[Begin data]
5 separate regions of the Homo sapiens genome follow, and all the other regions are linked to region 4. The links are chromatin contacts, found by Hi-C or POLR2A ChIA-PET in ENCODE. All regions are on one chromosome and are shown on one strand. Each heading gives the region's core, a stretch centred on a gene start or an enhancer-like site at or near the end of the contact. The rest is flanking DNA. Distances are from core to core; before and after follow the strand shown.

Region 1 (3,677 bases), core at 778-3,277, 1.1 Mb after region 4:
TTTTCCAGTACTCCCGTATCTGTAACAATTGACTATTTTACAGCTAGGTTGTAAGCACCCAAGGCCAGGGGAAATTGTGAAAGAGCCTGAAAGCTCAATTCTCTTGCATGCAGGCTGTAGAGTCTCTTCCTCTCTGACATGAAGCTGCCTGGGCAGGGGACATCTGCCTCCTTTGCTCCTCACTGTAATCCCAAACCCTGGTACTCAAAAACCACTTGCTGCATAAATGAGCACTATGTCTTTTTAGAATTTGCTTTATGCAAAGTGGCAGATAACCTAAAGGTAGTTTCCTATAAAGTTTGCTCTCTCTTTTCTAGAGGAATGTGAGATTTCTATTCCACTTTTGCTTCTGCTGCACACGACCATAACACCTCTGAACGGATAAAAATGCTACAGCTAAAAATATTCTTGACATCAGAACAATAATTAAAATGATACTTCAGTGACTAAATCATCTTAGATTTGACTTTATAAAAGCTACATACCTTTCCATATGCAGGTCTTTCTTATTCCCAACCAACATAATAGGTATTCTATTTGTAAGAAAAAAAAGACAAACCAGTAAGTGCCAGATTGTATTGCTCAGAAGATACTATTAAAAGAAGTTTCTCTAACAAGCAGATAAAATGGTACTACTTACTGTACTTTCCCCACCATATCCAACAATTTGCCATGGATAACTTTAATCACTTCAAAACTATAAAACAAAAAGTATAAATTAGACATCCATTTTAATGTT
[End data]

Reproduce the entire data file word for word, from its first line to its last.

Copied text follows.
5 separate regions of the Homo sapiens genome follow, and all the other regions are linked to region 4. The links are chromatin contacts, found by Hi-C or POLR2A ChIA-PET in ENCODE. All regions are on one chromosome and are shown on one strand. Each heading gives the region's core, a stretch centred on a gene start or an enhancer-like site at or near the end of the contact. The rest is flanking DNA. Distances are from core to core; before and after follow the strand shown.

Region 1 (3,677 bases), core at 778-3,277, 1.1 Mb after region 4:
TTTTCCAGTACTCCCGTATCTGTAACAATTGACTATTTTACAGCTAGGTTGTAAGCACCCAAGGCCAGGGGAAATTGTGAAAGAGCCTGAAAGCTCAATTCTCTTGCATGCAGGCTGTAGAGTCTCTTCCTCTCTGACATGAAGCTGCCTGGGCAGGGGACATCTGCCTCCTTTGCTCCTCACTGTAATCCCAAACCCTGGTACTCAAAAACCACTTGCTGCATAAATGAGCACTATGTCTTTTTAGAATTTGCTTTATGCAAAGTGGCAGATAACCTAAAGGTAGTTTCCTATAAAGTTTGCTCTCTCTTTTCTAGAGGAATGTGAGATTTCTATTCCACTTTTGCTTCTGCTGCACACGACCATAACACCTCTGAACGGATAAAAATGCTACAGCTAAAAATATTCTTGACATCAGAACAATAATTAAAATGATACTTCAGTGACTAAATCATCTTAGATTTGACTTTATAAAAGCTACATACCTTTCCATATGCAGGTCTTTCTTATTCCCAACCAACATAATAGGTATTCTATTTGTAAGAAAAAAAAGACAAACCAGTAAGTGCCAGATTGTATTGCTCAGAAGATACTATTAAAAGAAGTTTCTCTAACAAGCAGATAAAATGGTACTACTTACTGTACTTTCCCCACCATATCCAACAATTTGCCATGGATAACTTTAATCACTTCAAAACTATAAAACAAAAAGTATAAATTAGACATCCATTTTAATGTT